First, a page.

Recently the Times chronicled the devastation of the Democratic Party in Iowa, a former swing state that now has a Republican Governor, two Republican Senators, three Republican Representatives (out of four total), and an electorate that voted for Donald Trump decisively. Assessing his state’s transformation, Iowa’s former Democratic Governor Tom Vilsack noted that “Republican-leaning institutions like evangelical churches and the National Rifle Association had been far more effective at building coalitions than Democratic groups.” Of course, these organizations aren’t new, and yet Democrats were competitive throughout the state not all that long ago. What was the left’s answer to these right-leaning organizations? Organized labor. For all of their messiness and shortcomings, labor unions provided the forum, resources, and stability to shape workers’ political identities. They were anchoring institutions for the Democratic Party. As is well known, they have been decimated, especially in the private sector. Iowa’s membership rate fell by nearly half since the early-1980s.
One could swap in any number of states for Iowa and write a similar story. And one could swap in any number of stories since the 2016 election to arrive at the now-familiar conclusion: the Democratic Party faces a decisive disadvantage vis-à-vis Republicans when it comes to its strength at the local and state levels. Organizations like evangelical churches and the NRA don’t just reach out around Election Day and urge their members to vote. They play an ongoing role in their members’ lives by connecting them to others, engaging them throughout the year, and providing forums for members to participate meaningfully in activities and events, some political, many not. (Indeed, it probably helps that the majority of their contacts with members have nothing to do with politics). In so doing, they help imprint a political identity that proves durable – and reliable when Election Day does roll around.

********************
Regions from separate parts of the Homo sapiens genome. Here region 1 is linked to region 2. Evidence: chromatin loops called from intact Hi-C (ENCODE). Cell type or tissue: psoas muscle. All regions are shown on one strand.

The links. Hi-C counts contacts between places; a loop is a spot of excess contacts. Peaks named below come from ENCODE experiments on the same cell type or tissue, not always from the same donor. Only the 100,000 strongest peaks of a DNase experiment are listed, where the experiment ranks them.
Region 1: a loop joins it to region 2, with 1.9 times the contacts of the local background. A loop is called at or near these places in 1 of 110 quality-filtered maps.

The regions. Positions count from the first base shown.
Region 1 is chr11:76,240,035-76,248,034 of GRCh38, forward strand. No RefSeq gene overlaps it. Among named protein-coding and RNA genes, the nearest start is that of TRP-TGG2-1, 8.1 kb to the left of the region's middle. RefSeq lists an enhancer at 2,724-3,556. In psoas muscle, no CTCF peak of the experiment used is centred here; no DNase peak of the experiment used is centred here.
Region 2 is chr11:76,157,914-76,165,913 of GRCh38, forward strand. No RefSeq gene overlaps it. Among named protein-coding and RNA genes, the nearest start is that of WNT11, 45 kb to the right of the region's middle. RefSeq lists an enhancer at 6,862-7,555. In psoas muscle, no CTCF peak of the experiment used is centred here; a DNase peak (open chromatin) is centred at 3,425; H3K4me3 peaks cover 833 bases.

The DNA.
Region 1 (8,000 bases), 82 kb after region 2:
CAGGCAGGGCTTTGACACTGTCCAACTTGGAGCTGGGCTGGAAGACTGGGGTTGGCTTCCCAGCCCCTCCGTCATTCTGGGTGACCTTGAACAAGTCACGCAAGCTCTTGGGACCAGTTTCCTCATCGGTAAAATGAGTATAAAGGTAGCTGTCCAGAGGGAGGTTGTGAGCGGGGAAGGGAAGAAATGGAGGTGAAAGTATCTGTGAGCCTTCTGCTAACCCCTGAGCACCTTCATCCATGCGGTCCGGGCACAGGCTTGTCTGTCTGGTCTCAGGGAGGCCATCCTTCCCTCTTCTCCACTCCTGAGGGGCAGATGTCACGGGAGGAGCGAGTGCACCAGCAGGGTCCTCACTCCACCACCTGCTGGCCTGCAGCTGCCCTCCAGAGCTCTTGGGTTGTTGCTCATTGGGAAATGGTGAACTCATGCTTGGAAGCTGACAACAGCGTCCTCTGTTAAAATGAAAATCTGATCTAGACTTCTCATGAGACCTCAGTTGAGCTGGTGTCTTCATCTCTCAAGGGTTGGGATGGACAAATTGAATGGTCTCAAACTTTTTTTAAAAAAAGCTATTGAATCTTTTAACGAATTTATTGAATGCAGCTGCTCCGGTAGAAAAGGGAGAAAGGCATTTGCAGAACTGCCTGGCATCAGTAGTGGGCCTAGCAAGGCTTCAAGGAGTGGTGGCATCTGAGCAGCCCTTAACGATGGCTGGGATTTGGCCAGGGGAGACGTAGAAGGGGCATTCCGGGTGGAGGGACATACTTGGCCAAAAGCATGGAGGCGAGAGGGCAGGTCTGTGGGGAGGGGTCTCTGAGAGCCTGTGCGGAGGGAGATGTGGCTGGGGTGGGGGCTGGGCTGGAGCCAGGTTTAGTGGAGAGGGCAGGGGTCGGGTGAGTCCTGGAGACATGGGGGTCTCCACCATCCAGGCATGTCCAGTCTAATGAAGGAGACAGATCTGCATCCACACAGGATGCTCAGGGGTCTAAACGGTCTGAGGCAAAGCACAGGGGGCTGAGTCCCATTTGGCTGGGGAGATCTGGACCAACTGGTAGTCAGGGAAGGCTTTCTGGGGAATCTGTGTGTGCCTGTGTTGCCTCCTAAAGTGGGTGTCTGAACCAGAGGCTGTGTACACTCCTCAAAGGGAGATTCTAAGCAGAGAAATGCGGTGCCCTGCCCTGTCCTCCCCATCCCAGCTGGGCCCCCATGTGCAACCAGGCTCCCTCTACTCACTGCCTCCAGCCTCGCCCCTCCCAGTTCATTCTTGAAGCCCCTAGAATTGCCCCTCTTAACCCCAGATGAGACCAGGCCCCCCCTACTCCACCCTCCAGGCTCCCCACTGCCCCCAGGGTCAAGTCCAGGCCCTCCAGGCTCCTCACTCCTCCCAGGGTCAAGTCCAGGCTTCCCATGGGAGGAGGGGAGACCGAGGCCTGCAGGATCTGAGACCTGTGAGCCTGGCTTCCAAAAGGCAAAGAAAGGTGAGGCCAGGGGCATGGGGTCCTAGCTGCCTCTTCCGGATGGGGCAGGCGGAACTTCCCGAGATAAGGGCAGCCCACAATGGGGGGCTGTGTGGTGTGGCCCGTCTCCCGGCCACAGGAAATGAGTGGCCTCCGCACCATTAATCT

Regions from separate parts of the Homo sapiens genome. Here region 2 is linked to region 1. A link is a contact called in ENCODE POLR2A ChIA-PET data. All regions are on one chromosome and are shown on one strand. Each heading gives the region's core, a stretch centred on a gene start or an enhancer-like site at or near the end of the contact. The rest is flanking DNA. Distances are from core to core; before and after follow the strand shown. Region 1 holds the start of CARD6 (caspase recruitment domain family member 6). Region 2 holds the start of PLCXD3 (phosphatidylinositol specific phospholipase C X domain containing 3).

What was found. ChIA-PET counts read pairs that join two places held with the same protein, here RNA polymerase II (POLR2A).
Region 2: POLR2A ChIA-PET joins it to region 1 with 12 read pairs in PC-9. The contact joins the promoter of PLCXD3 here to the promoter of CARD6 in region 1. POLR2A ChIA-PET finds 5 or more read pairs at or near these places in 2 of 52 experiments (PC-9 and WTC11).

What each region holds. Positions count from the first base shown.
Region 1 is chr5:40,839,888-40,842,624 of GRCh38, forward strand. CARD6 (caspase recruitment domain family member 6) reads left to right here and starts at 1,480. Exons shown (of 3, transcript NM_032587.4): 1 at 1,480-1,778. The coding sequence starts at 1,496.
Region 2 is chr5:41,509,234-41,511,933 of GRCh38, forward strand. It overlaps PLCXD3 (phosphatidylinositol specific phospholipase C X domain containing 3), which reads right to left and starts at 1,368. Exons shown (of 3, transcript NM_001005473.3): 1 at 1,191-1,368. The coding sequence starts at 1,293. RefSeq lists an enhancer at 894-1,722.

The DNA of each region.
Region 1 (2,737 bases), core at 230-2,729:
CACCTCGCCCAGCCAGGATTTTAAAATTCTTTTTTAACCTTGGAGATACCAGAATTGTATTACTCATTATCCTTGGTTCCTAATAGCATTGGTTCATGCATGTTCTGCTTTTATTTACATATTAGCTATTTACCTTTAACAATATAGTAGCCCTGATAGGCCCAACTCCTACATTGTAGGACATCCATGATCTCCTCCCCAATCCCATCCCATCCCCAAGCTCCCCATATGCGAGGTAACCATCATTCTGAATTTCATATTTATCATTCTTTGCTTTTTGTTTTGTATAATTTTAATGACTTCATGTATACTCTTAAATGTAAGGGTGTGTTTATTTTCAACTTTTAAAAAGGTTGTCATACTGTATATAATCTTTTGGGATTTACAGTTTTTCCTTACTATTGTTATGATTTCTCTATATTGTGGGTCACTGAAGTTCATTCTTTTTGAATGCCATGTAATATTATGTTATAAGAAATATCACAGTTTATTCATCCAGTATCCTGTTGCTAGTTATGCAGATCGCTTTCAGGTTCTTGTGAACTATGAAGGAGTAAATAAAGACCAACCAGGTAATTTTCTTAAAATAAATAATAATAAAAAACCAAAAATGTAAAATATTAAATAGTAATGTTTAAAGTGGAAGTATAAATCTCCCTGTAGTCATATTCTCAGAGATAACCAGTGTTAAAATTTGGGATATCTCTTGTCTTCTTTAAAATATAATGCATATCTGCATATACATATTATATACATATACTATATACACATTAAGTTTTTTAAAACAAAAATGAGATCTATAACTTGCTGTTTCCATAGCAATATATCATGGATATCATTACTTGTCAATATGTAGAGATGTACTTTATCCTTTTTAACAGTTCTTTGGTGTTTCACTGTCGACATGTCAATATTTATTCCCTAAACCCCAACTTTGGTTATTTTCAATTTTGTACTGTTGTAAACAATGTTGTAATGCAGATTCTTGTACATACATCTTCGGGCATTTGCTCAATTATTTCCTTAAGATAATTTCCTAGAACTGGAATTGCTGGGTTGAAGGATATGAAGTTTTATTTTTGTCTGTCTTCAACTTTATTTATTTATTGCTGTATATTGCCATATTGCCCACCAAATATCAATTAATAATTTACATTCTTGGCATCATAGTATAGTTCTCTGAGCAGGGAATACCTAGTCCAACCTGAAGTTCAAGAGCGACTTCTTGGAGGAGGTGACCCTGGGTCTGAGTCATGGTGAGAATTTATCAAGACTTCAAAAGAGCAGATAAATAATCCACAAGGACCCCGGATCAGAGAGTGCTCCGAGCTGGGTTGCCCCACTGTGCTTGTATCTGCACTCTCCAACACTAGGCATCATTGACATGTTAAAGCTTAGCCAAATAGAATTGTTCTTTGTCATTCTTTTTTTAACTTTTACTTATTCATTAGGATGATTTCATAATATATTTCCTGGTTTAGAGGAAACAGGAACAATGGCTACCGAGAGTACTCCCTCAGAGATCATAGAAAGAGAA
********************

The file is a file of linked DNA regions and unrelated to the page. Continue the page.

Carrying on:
For years, many elected Democrats treated unions as aging, embarrassing relatives, useful for help when in a bind but otherwise best to be ignored. Unions had acquired a stench of stubborn backwardness standing in the way of meaningful progress in policy areas ranging from education to trade. With an array of forces ravaging labor, the party offered little resistance. In some instances, Democratic lawmakers at various levels actually helped labor’s foes.
What didn’t seem to occur to these policymakers was the importance of the labor movement to the party’s fortunes. In a two-party system, the tents are necessarily large. Doubtless many Republicans and Republican Party officials oppose core policy prescriptions pushed by the NRA or the party’s Evangelical wing. Almost certainly these same Republicans would rally to these organization’s defenses when needed. Unlike on the left, Republicans seem to intuit the importance of holding the organizational base intact.
The Democratic establishment’s abandonment of organized labor represents one of the most bewildering strategic moves by a major political party in generations. Many have written of the economic consequences of labor’s decline. But the political consequences of the disassociation are far-reaching, ongoing, and grow direr every day as union memberships continue to disappear in formerly-Democratic strongholds. The move cannot be explained as a necessary, if painful, step to shed an outdated and unpopular set of organizations. Unions’ popularity have declined alongside memberships, yet still 60% of the American public supports them. The Democratic Party, meanwhile, is much less popular.